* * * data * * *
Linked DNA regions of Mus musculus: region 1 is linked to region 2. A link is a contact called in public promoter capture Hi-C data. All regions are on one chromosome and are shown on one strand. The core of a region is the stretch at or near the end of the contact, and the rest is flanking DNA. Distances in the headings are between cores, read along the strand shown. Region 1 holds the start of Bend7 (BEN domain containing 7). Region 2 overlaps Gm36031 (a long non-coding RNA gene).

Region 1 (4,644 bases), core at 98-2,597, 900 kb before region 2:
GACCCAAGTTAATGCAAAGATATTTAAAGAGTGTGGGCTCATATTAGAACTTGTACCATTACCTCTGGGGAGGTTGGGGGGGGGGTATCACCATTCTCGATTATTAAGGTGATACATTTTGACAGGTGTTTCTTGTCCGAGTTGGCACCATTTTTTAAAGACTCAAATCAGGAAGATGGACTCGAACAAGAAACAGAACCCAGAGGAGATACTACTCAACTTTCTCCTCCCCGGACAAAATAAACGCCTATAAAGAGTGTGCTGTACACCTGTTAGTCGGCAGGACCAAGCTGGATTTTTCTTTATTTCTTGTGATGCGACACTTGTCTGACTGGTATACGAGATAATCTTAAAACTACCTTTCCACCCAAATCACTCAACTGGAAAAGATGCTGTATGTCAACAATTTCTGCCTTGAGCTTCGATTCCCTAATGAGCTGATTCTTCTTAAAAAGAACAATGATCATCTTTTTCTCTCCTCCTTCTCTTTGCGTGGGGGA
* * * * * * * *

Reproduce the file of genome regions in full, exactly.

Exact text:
Linked DNA regions of Mus musculus: region 1 is linked to region 2. A link is a contact called in public promoter capture Hi-C data. All regions are on one chromosome and are shown on one strand. The core of a region is the stretch at or near the end of the contact, and the rest is flanking DNA. Distances in the headings are between cores, read along the strand shown. Region 1 holds the start of Bend7 (BEN domain containing 7). Region 2 overlaps Gm36031 (a long non-coding RNA gene).

Region 1 (4,644 bases), core at 98-2,597, 900 kb before region 2:
GACCCAAGTTAATGCAAAGATATTTAAAGAGTGTGGGCTCATATTAGAACTTGTACCATTACCTCTGGGGAGGTTGGGGGGGGGGTATCACCATTCTCGATTATTAAGGTGATACATTTTGACAGGTGTTTCTTGTCCGAGTTGGCACCATTTTTTAAAGACTCAAATCAGGAAGATGGACTCGAACAAGAAACAGAACCCAGAGGAGATACTACTCAACTTTCTCCTCCCCGGACAAAATAAACGCCTATAAAGAGTGTGCTGTACACCTGTTAGTCGGCAGGACCAAGCTGGATTTTTCTTTATTTCTTGTGATGCGACACTTGTCTGACTGGTATACGAGATAATCTTAAAACTACCTTTCCACCCAAATCACTCAACTGGAAAAGATGCTGTATGTCAACAATTTCTGCCTTGAGCTTCGATTCCCTAATGAGCTGATTCTTCTTAAAAAGAACAATGATCATCTTTTTCTCTCCTCCTTCTCTTTGCGTGGGGGA